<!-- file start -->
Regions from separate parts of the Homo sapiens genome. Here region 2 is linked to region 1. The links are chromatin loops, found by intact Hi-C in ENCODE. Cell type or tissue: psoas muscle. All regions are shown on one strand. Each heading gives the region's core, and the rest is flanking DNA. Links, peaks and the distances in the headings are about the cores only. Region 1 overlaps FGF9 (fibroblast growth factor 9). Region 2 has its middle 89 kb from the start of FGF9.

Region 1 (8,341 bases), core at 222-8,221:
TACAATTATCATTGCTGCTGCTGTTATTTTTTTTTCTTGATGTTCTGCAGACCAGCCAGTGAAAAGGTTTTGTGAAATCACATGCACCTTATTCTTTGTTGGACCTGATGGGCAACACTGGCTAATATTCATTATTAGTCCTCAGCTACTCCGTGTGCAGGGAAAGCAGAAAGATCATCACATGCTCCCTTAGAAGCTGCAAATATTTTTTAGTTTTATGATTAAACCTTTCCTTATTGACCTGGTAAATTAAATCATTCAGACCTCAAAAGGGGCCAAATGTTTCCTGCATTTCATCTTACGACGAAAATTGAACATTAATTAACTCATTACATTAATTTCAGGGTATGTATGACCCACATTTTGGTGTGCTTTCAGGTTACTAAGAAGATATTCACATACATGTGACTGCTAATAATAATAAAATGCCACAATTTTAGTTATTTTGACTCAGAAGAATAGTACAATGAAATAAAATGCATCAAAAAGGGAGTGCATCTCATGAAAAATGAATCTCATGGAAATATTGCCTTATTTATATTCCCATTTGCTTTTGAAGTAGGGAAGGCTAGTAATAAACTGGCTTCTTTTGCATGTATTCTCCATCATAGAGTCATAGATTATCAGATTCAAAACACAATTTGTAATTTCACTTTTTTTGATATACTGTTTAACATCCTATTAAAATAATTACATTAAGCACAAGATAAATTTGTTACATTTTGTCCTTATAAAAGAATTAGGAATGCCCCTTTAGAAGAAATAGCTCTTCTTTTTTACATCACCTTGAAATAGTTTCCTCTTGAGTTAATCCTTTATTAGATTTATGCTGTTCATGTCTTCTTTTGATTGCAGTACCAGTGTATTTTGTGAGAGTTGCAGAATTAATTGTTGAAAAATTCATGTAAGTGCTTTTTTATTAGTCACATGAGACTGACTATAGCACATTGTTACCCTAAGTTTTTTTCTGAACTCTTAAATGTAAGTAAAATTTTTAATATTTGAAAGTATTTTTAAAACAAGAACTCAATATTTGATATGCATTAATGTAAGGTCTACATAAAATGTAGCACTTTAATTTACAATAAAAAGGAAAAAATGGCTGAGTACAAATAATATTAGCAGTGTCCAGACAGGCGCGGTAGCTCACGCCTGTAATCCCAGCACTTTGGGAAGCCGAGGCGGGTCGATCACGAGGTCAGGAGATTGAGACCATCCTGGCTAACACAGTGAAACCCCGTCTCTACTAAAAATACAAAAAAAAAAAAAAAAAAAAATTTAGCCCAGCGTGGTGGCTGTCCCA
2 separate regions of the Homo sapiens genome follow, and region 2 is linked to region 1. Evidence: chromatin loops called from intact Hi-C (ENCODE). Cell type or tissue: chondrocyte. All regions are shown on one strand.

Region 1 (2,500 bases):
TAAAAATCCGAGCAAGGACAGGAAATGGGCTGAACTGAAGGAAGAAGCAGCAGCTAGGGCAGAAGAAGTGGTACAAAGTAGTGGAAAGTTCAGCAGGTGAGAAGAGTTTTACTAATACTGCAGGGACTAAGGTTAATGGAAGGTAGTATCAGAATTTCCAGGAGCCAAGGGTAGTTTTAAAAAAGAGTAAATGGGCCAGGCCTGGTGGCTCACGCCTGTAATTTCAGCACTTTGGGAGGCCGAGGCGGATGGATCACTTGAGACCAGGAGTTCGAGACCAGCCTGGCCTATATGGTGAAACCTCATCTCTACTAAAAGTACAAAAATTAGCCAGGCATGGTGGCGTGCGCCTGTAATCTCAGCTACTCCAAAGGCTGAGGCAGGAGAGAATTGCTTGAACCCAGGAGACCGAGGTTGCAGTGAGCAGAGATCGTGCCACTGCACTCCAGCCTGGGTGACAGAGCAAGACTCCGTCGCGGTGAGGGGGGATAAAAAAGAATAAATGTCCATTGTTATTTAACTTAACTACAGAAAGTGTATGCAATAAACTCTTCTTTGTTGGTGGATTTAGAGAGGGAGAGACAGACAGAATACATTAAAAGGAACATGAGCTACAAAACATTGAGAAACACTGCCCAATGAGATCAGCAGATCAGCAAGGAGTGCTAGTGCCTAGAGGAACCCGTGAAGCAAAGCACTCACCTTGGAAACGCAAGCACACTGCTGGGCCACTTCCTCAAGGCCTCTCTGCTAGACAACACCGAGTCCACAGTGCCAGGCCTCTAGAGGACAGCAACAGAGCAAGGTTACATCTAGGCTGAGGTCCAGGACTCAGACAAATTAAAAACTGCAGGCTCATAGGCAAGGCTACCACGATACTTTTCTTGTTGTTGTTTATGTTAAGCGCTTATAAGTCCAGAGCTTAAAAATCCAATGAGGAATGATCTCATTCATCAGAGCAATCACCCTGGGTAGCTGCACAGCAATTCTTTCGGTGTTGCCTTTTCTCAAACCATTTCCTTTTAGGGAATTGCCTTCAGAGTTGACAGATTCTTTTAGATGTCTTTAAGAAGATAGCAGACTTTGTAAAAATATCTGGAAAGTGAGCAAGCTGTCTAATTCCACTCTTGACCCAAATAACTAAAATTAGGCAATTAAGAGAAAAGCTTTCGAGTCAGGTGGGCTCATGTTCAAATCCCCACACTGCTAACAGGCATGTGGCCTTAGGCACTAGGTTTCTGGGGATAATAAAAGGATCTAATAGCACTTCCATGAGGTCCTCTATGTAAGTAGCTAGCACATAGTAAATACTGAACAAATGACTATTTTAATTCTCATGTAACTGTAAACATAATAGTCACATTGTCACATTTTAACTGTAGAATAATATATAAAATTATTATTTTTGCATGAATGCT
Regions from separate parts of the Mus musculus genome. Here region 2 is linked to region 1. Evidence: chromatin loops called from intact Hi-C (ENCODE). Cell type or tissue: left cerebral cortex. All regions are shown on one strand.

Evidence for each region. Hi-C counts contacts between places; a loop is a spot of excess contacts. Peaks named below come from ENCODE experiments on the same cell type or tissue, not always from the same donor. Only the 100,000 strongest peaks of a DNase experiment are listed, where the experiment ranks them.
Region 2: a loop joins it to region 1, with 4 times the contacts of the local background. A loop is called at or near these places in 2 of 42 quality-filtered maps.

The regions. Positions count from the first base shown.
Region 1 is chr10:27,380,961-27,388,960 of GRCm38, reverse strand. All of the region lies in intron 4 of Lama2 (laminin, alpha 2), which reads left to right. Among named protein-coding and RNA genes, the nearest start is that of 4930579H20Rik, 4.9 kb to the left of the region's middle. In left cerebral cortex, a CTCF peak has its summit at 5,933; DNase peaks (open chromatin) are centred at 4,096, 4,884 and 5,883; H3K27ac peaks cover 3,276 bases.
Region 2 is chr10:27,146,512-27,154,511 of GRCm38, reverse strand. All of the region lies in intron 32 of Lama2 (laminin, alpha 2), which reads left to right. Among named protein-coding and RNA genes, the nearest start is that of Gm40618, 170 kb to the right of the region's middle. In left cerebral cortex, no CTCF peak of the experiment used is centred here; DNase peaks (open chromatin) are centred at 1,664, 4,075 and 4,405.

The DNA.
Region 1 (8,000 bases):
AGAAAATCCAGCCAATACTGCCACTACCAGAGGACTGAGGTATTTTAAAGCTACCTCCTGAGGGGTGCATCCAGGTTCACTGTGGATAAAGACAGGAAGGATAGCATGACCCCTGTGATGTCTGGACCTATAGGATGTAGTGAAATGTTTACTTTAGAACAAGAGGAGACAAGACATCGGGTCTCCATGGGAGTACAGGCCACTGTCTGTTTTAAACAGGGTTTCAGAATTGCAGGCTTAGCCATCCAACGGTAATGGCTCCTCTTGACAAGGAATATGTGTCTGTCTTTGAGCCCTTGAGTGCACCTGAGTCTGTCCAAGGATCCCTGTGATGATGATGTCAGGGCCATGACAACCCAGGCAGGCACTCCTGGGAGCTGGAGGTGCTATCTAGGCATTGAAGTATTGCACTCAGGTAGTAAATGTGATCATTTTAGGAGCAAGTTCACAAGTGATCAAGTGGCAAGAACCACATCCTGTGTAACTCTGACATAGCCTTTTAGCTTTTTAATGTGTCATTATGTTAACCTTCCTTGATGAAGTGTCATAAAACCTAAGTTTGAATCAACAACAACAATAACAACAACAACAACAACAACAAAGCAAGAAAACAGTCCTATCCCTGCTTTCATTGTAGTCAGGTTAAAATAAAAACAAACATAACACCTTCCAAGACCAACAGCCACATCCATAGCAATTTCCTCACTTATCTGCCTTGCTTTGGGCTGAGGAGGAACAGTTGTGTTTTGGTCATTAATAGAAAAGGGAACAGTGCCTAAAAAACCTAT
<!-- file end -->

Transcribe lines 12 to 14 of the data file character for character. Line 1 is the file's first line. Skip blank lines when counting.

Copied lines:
Region 2 is chr10:27,146,512-27,154,511 of GRCm38, reverse strand. All of the region lies in intron 32 of Lama2 (laminin, alpha 2), which reads left to right. Among named protein-coding and RNA genes, the nearest start is that of Gm40618, 170 kb to the right of the region's middle. In left cerebral cortex, no CTCF peak of the experiment used is centred here; DNase peaks (open chromatin) are centred at 1,664, 4,075 and 4,405.

The DNA.
Region 1 (8,000 bases):